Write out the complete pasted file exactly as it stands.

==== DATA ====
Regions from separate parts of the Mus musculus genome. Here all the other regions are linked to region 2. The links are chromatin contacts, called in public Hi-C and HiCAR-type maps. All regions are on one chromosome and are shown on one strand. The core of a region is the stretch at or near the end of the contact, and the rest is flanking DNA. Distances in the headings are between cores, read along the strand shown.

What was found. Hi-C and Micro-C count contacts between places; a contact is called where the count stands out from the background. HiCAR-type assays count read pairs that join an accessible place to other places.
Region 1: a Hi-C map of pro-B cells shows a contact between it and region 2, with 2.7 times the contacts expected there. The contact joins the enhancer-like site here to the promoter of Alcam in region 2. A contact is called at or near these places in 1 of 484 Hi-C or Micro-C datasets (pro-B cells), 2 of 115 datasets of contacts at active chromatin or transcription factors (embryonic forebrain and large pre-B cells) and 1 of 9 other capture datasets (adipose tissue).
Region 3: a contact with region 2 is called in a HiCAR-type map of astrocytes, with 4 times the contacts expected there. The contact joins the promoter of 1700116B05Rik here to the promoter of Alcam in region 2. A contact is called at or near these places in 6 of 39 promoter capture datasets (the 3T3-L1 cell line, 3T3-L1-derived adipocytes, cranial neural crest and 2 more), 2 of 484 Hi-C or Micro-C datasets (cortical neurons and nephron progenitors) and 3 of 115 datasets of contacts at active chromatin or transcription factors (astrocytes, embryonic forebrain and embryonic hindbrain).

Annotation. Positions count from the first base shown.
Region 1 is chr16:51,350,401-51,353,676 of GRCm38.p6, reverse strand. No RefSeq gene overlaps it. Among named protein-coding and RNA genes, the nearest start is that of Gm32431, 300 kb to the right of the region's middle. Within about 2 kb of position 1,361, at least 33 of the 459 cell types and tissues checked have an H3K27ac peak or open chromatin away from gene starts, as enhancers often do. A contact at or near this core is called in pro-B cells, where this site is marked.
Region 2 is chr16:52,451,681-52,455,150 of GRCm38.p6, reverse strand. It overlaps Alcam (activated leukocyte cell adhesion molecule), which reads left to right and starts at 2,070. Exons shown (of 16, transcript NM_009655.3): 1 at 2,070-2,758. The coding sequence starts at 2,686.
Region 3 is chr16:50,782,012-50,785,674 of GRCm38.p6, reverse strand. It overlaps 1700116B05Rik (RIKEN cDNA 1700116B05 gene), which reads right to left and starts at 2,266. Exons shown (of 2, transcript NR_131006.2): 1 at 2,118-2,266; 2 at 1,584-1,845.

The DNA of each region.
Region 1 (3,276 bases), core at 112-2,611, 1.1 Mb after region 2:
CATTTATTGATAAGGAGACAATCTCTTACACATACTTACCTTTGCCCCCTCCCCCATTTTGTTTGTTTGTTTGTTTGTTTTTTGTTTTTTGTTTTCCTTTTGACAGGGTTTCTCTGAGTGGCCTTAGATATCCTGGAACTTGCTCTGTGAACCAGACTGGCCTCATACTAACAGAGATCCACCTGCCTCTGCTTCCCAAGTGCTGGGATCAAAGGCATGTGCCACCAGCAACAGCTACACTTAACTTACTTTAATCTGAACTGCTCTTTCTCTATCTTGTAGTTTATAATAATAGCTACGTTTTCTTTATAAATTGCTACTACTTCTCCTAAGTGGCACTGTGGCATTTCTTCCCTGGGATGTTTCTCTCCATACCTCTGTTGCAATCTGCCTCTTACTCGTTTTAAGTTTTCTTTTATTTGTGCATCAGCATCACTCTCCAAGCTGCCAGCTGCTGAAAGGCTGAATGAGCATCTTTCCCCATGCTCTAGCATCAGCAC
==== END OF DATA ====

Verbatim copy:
Regions from separate parts of the Mus musculus genome. Here all the other regions are linked to region 2. The links are chromatin contacts, called in public Hi-C and HiCAR-type maps. All regions are on one chromosome and are shown on one strand. The core of a region is the stretch at or near the end of the contact, and the rest is flanking DNA. Distances in the headings are between cores, read along the strand shown.

What was found. Hi-C and Micro-C count contacts between places; a contact is called where the count stands out from the background. HiCAR-type assays count read pairs that join an accessible place to other places.
Region 1: a Hi-C map of pro-B cells shows a contact between it and region 2, with 2.7 times the contacts expected there. The contact joins the enhancer-like site here to the promoter of Alcam in region 2. A contact is called at or near these places in 1 of 484 Hi-C or Micro-C datasets (pro-B cells), 2 of 115 datasets of contacts at active chromatin or transcription factors (embryonic forebrain and large pre-B cells) and 1 of 9 other capture datasets (adipose tissue).
Region 3: a contact with region 2 is called in a HiCAR-type map of astrocytes, with 4 times the contacts expected there. The contact joins the promoter of 1700116B05Rik here to the promoter of Alcam in region 2. A contact is called at or near these places in 6 of 39 promoter capture datasets (the 3T3-L1 cell line, 3T3-L1-derived adipocytes, cranial neural crest and 2 more), 2 of 484 Hi-C or Micro-C datasets (cortical neurons and nephron progenitors) and 3 of 115 datasets of contacts at active chromatin or transcription factors (astrocytes, embryonic forebrain and embryonic hindbrain).

Annotation. Positions count from the first base shown.
Region 1 is chr16:51,350,401-51,353,676 of GRCm38.p6, reverse strand. No RefSeq gene overlaps it. Among named protein-coding and RNA genes, the nearest start is that of Gm32431, 300 kb to the right of the region's middle. Within about 2 kb of position 1,361, at least 33 of the 459 cell types and tissues checked have an H3K27ac peak or open chromatin away from gene starts, as enhancers often do. A contact at or near this core is called in pro-B cells, where this site is marked.
Region 2 is chr16:52,451,681-52,455,150 of GRCm38.p6, reverse strand. It overlaps Alcam (activated leukocyte cell adhesion molecule), which reads left to right and starts at 2,070. Exons shown (of 16, transcript NM_009655.3): 1 at 2,070-2,758. The coding sequence starts at 2,686.
Region 3 is chr16:50,782,012-50,785,674 of GRCm38.p6, reverse strand. It overlaps 1700116B05Rik (RIKEN cDNA 1700116B05 gene), which reads right to left and starts at 2,266. Exons shown (of 2, transcript NR_131006.2): 1 at 2,118-2,266; 2 at 1,584-1,845.

The DNA of each region.
Region 1 (3,276 bases), core at 112-2,611, 1.1 Mb after region 2:
CATTTATTGATAAGGAGACAATCTCTTACACATACTTACCTTTGCCCCCTCCCCCATTTTGTTTGTTTGTTTGTTTGTTTTTTGTTTTTTGTTTTCCTTTTGACAGGGTTTCTCTGAGTGGCCTTAGATATCCTGGAACTTGCTCTGTGAACCAGACTGGCCTCATACTAACAGAGATCCACCTGCCTCTGCTTCCCAAGTGCTGGGATCAAAGGCATGTGCCACCAGCAACAGCTACACTTAACTTACTTTAATCTGAACTGCTCTTTCTCTATCTTGTAGTTTATAATAATAGCTACGTTTTCTTTATAAATTGCTACTACTTCTCCTAAGTGGCACTGTGGCATTTCTTCCCTGGGATGTTTCTCTCCATACCTCTGTTGCAATCTGCCTCTTACTCGTTTTAAGTTTTCTTTTATTTGTGCATCAGCATCACTCTCCAAGCTGCCAGCTGCTGAAAGGCTGAATGAGCATCTTTCCCCATGCTCTAGCATCAGCAC